My humanity, and my hope in it

My feeling for humanity can be minimal when I feel that I am surrounded by the closed-minded who are closing in on me. I try to train myself to remember at such times that (a) I may be wrong in my assessment; (b) unexpected allies can appear when least expected; (c) doing my aggressors good frees me of my ill will. I also try to remember that I need to respect that I may need time before I can do good: there is a process involved in going from being hurt, to brushing the situation off and moving on in life. No one wants to be stuck in the mud, but it is unrealistic to pretend that sometimes we aren't pushed in it. This is most important, because understanding this is the difference between being naive and having the upper hand.
Today, I was reading about "humanity" again. Who would argue against freedom, toleration, mutual love and respect between individuals and societies, as well as physical and spiritual health, finer perceptions? But universal ideals are said to be hegemonic, "as proved by" the Empires of yesteryear (though it seems unfair to equate universal ideals with politics) and cultural relativism has made a moot point of even considering what a universal ideal society would look like. There is no coherent structure to society, there is no Logos, just a chaos of words. One can seem so naive in hoping for common experience, in believing in a greater, common good in this day and age.
But I think the truth of our age lies in the fact that we continue to have agency. Yes, multinational States have been built, and yes, it seems that there is a lot of hegemonic ordering going on despite so many relativistic claims. But hasn't it always been the case that phusis kruptesthai philei? Has the human experience ever not been staged in a labyrinth? Isn't it up to us whether we make our way out?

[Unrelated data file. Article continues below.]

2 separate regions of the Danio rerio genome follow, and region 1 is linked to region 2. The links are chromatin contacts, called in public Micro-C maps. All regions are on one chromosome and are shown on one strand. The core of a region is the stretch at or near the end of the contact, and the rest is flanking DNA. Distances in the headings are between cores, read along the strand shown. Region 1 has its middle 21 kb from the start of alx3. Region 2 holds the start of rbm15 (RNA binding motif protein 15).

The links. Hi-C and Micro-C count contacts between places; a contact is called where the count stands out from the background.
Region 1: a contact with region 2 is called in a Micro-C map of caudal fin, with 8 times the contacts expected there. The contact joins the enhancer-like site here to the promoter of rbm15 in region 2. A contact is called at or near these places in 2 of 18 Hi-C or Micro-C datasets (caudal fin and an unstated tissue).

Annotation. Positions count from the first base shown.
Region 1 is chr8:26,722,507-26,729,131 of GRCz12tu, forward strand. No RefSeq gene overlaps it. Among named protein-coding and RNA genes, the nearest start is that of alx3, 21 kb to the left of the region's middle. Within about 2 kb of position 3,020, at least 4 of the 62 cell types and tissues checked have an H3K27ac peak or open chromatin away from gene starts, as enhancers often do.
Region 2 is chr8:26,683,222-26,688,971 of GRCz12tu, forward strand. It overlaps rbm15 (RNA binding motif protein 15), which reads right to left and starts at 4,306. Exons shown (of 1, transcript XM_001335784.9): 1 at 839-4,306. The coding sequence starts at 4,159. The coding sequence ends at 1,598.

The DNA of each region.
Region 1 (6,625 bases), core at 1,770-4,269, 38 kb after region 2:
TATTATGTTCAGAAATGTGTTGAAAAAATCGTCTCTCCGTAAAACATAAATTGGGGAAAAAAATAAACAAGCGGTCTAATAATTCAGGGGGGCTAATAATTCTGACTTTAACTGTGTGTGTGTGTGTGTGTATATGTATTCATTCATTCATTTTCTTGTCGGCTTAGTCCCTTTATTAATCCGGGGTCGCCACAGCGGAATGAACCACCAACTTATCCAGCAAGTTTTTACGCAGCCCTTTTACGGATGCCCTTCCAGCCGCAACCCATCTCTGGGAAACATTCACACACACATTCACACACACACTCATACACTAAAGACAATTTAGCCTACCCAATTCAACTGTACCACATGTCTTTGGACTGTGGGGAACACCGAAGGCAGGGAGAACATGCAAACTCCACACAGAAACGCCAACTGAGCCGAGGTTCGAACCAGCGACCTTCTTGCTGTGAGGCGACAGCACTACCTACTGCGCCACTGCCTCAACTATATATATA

The "humanitarian" values I espouse include voluntary respect and creativity. I think it crucial that we not crush our fellow man. As Dostoevsky wrote, kudos to he who would sacrifice himself, not others, in the name of a given cause. I am trying to learn not to sacrifice others in the name of righteous indignation. I try to see where something good and creative can be done.
Believing that there is order to the world does not mean that we will - or even should - have total control over what goes on around us. Sometimes, and even for long periods of time, difficult things can happen to us, causing us to doubt ourselves to our very core. But it is important not to stop there, and to realise that people are just being who they are. Sometimes when they step all over us, they don't mean to. It's all right to signal to such people that our respect for them doesn't exclude our respect for ourselves; it is recommended to avoid such people where possible... but it does us no good to be angry. More than once, when I've forgiven my aggressors and done them good, they've surprised me and come to my aid when I've least expected it. This is why I have hope (not belief) in humanity.

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